NASA and Google to help track local air pollution

San Francisco, September 16 (IANS) The US space agency has collaborated with Google to help local governments improve their air quality monitoring and forecasting.

NASA and Google will develop advanced machine learning-based algorithms that will link space data with Google Earth Engine data streams to generate high-resolution air quality maps in near real-time.

“We are excited about our partnership with NASA to make everyday air quality more actionable at the local level,” said Rebecca Moore, Director of Google Earth, Earth Engine and Outreach at Google.

The results will create a near real-time, city-wide estimate and forecast of harmful pollutants, such as nitrogen dioxide and fine particulates.

Google has integrated two new datasets from NASA into the Earth Engine catalog which are automatically updated daily.

These include data from NASA’s Goddard Earth Observing System Composition Forecast (GEOS-CF) and Modern Era Retrospective Analysis for Research and Applications, Version 2 (MERRA -2).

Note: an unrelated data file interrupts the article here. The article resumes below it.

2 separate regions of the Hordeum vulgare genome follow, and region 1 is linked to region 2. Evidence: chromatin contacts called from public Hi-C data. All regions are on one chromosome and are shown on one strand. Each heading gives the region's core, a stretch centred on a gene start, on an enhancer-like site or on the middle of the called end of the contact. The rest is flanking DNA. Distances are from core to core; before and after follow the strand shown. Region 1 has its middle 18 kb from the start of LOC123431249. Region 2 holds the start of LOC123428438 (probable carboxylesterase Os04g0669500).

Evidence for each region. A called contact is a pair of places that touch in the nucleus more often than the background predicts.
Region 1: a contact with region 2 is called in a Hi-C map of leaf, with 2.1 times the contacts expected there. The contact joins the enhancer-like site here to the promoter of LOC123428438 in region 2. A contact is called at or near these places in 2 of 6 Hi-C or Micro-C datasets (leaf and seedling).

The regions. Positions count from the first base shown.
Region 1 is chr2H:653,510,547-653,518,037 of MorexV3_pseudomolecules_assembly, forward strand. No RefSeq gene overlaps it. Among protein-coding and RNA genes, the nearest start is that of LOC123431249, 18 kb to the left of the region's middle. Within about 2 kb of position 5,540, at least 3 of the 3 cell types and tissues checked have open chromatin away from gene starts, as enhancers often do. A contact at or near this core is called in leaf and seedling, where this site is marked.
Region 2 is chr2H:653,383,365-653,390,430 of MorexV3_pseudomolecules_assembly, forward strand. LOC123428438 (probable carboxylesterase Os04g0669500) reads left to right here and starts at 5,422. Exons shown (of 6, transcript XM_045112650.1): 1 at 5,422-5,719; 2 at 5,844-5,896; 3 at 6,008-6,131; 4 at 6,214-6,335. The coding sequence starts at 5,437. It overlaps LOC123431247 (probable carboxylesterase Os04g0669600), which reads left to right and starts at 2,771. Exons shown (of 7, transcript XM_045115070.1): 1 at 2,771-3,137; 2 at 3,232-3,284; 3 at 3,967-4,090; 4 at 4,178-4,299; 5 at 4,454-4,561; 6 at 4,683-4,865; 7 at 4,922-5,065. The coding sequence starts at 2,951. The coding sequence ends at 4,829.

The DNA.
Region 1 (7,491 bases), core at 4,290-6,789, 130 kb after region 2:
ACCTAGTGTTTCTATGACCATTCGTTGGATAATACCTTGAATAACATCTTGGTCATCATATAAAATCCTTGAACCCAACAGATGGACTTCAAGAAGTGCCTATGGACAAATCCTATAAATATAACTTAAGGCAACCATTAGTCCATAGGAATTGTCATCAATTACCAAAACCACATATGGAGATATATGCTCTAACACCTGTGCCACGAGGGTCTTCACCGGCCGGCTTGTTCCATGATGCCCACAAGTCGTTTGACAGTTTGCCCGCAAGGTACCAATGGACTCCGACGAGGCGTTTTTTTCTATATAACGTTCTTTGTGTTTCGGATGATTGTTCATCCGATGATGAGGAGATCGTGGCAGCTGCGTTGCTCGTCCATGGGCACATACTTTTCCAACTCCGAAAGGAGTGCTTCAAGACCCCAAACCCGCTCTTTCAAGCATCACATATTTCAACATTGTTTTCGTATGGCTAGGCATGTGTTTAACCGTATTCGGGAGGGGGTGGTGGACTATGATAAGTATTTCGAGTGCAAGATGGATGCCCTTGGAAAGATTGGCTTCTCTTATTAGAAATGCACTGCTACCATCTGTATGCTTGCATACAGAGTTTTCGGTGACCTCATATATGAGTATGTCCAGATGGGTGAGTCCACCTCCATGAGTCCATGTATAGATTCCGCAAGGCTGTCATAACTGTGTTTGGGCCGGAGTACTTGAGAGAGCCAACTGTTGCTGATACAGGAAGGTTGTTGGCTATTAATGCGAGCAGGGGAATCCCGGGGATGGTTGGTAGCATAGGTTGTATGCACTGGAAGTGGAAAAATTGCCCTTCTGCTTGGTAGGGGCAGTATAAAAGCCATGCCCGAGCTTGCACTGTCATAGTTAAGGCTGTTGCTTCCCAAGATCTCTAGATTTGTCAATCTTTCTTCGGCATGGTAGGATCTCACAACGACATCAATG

These provide satellite observations of pollutants to help map and forecast regions with poor air quality.

Harmful air pollution affects people and the environment and according to the World Health Organization (WHO), air pollution is responsible for around 7 million deaths worldwide each year.

“This partnership is a major step forward in integrating air pollution data from a range of critical sources, from ground-based observations to satellite data, into advanced machine learning algorithms,” Pawan said. Gupta, senior scientist at the Universities Space Research Association (USRA). at NASA’s Marshall Space Flight Center.

Environmental information, like high-resolution air quality maps, can be useful tools for cities and community organizations that can take action on climate and health in their neighborhoods.

“This scientific research partnership with NASA will help us improve the resolution, validation and usefulness of air quality maps across space and time, giving everyone more data to make decisions. in favor of cleaner air,” Moore said.

(Except for the title, the rest of this IANS article is unedited)

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